In annual report, NH Housing depicts real estate market in ‘turmoil’

Amid rising interest rates, agency sees ‘market at a crossroads’
Rob Dapice Nhhousing

‘For decades, the production of new housing has failed to keep pace with demand in our state,’ writes NH Housing Executive Director Rob Dapice in his introduction to the agency’s annual Housing Market Report.

The Housing Market Report, issued Monday by the New Hampshire Housing Finance Authority, describes a market in “turmoil, buffeted by rising interest rates and economic uncertainty that presents extraordinary challenges for renters and homebuyers.”

“The market is at a crossroads,” said Executive Director Rob Dapice. He explained that by raising interest rates the Federal Reserve has sought to cool the overheated housing market by dampening demand, but at the same has increased the cost of home ownership beyond the means of more and more households.

Introducing the report, Dapice notes, “For decades, the production of new housing has failed to keep pace with demand in our state. It would take at least 20,000 housing units to achieve a balanced market, meaning a 5% rental vacancy rate (New Hampshire’s hovers at 1 percent) and a six-month supply of homes for sale (currently less than one month). The most obvious solution to our state’s housing challenges,” he continues “is to build more homes and remove excessive zoning obstacles that hinder this from happening.”

Meanwhile, data presented by the NH Housing report and echoed by the NH Association of Realtors, indicates that lack of sufficient inventory, both existing homes listed for sale and new units under construction, continues to sustain record high housing prices, which have been augmented by rising financing and construction costs.

Interest RatesAccording to the Freddie Mac Primary Mortgage Market National Survey, interest rates on a 30-year fixed rate mortgage jumped from 3.1 percent at the end of 2021 to 5.23 percent by May 2022. In New Hampshire, this represents nearly a 30 percent increase in the monthly principal and interest payment on a home priced at  $400,000 with a 5 percent down payment, excluding taxes and insurance, from $1,623 to $2,093. Rates rose to 5.5 percent in June, increasing that monthly payment to $2,158.

At the same time, the report notes that the cost of building materials has increased 35.6 percent since the onset of the pandemic. The cost of building materials alone has jumped 19.2% year-over-year, and 35.6 percent since the start of the pandemic. Earlier this year the National Association of Home Builders estimated the cost of building a two-bedroom single-family home, in New Hampshire, including permitting, material and labor costs, at more than $500,000.

Housing affordability index

The housing affordability index, calculated by the NHAR, measures whether a median household earns enough to qualify for a 30-year fixed rate mortgage to purchase a median priced single-family home, assuming a down payment of 20 percent, without paying more than 25 percent in principal and interest. An index of 100 or more indicates sufficient income to qualify. Since 2005, when the index was introduced, it has seldom dipped below 150 and in 2013 neared 300. In May, when the median sale price of single family homes kept to $460,000, the index fell to 73.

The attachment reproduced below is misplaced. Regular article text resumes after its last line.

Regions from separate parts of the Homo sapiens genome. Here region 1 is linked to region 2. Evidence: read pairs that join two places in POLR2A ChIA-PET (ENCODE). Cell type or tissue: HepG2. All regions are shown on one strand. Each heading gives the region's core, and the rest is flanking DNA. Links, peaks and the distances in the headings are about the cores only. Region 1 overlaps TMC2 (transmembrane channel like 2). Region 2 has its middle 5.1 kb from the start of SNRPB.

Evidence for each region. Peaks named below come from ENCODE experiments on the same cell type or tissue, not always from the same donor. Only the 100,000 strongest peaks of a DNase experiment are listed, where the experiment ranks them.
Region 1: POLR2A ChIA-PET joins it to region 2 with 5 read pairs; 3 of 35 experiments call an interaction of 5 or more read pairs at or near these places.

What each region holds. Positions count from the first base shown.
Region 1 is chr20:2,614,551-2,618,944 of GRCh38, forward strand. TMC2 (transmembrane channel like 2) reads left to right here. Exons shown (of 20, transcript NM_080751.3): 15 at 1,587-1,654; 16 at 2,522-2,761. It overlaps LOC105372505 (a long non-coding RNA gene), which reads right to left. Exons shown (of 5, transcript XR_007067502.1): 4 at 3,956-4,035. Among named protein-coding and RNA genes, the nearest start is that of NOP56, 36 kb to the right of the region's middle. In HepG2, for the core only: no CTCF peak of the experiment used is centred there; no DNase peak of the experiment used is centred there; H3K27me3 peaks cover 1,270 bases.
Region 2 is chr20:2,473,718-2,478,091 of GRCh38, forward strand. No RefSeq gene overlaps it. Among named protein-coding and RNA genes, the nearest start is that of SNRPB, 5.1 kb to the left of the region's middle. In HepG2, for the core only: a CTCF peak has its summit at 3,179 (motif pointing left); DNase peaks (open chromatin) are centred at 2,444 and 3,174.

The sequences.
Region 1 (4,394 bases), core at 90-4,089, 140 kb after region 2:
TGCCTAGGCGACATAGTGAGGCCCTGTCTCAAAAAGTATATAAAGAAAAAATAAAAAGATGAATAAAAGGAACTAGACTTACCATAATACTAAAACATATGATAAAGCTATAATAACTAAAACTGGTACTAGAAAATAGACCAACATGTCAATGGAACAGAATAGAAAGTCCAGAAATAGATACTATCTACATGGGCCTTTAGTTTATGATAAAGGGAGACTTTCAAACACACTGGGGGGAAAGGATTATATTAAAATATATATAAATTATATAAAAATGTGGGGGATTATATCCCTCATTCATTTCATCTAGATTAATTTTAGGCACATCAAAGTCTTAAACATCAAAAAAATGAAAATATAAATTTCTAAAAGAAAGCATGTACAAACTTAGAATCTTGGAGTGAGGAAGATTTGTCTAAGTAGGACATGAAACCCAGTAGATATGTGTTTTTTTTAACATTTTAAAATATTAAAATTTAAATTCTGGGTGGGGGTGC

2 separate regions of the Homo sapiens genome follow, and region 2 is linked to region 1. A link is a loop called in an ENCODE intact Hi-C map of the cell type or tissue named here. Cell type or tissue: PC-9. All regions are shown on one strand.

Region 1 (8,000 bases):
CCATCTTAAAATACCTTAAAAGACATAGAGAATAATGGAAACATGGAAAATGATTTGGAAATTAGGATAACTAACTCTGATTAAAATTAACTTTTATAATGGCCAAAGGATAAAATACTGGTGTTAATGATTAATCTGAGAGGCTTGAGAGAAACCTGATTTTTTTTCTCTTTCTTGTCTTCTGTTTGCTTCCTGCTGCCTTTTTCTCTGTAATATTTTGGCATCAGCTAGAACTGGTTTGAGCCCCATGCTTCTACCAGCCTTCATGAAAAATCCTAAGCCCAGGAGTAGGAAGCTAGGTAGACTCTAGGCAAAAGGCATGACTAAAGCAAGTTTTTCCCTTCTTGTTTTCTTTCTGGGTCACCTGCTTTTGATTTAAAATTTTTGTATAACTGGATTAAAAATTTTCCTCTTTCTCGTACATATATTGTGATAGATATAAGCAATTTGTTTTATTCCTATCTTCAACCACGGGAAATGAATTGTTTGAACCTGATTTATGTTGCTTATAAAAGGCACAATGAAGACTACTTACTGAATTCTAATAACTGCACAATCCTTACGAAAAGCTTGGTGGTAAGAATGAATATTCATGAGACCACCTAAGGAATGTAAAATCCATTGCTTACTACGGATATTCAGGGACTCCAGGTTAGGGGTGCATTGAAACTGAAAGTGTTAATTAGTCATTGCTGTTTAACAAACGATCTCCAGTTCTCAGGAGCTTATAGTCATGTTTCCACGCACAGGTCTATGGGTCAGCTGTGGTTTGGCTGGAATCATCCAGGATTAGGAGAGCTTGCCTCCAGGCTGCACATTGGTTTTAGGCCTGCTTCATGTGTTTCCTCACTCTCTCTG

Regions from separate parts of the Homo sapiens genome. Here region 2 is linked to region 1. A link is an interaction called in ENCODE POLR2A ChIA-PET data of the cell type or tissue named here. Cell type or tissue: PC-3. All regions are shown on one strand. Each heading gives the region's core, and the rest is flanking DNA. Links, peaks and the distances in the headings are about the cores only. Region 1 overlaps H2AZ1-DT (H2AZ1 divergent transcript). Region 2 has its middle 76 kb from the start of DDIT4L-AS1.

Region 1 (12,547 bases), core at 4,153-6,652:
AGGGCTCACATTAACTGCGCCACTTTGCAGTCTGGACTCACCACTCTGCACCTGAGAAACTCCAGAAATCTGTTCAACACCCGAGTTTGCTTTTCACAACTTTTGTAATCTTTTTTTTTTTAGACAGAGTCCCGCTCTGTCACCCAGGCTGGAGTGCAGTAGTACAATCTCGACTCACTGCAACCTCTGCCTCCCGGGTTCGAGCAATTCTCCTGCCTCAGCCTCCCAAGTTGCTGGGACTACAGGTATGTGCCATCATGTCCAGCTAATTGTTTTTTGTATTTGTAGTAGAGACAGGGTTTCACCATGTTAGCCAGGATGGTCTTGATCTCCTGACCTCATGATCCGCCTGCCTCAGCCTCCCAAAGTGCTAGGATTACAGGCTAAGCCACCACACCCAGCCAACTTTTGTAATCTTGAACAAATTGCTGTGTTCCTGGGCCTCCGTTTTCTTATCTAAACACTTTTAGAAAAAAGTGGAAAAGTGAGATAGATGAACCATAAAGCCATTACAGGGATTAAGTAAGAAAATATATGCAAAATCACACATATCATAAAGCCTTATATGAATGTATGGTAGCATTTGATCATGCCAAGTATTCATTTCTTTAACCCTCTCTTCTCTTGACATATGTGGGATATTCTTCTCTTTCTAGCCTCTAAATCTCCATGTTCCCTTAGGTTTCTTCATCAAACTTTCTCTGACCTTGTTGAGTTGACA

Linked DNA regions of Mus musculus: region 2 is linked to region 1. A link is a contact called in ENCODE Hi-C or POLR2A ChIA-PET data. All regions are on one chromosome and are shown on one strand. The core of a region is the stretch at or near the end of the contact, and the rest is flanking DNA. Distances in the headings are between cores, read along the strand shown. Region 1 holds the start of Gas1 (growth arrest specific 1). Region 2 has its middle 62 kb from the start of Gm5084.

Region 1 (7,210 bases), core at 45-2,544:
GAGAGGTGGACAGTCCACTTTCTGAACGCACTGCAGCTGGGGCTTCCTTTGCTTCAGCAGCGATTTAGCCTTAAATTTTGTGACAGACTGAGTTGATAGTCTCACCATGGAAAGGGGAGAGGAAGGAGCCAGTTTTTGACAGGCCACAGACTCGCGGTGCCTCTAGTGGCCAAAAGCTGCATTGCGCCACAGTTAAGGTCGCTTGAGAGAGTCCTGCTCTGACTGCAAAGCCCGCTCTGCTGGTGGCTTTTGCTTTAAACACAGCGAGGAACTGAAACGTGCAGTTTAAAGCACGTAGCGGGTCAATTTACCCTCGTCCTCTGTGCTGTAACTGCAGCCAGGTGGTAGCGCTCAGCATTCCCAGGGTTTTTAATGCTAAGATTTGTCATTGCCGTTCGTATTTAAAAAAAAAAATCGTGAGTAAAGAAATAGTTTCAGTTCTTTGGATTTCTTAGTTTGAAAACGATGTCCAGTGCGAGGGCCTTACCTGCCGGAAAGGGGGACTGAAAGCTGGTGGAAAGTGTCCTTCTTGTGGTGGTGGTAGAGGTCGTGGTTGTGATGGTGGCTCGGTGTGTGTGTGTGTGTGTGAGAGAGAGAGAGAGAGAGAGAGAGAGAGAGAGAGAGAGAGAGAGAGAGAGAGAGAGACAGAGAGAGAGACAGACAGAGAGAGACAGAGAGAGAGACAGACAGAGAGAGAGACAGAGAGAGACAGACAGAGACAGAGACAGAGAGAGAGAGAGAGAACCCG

The NH Housing report also presents data indicating that those earning the median wage in a number of essential trades and professions find themselves far short of the means to purchase a median-priced home.Affordability

For instance, a firefighter and a machinist earning median wages of $46,004 and $49,502, respectively, could afford to pay $167,000 and $180,000 for a home – less than half the median price. And if they shared a household with an elementary school teacher earning the median wage of $60,057, their combined incomes would not be sufficient to afford a median priced home.

Data drawn from the Home Mortgage Disclosure Act shows that the share of loans used to purchase second homes increased in all 10 counties of New Hampshire between 2018 and 2020. Mortgages for second homes represented 45 percent of all loans in Carroll County, 33 percent in Grafton County, 29 percent in Coos County and 28 percent in Belknap County. The Economic Policy Institute reports that 90 percent of non-primary residential units are owned by the wealthiest fifth of American households.

An indeterminate share of these second purchases were made by homebuyers from other states, more than half of them from Massachusetts. Altogether, they accounted for a quarter of all sales from 2016 to 2019 before rising to 28.5 percent in 2020, 31.6 percent in 2021 and 28.8 percent in the first five months of 2022.

NH Housing will issue its 2022 Rental Cost Survey next month.

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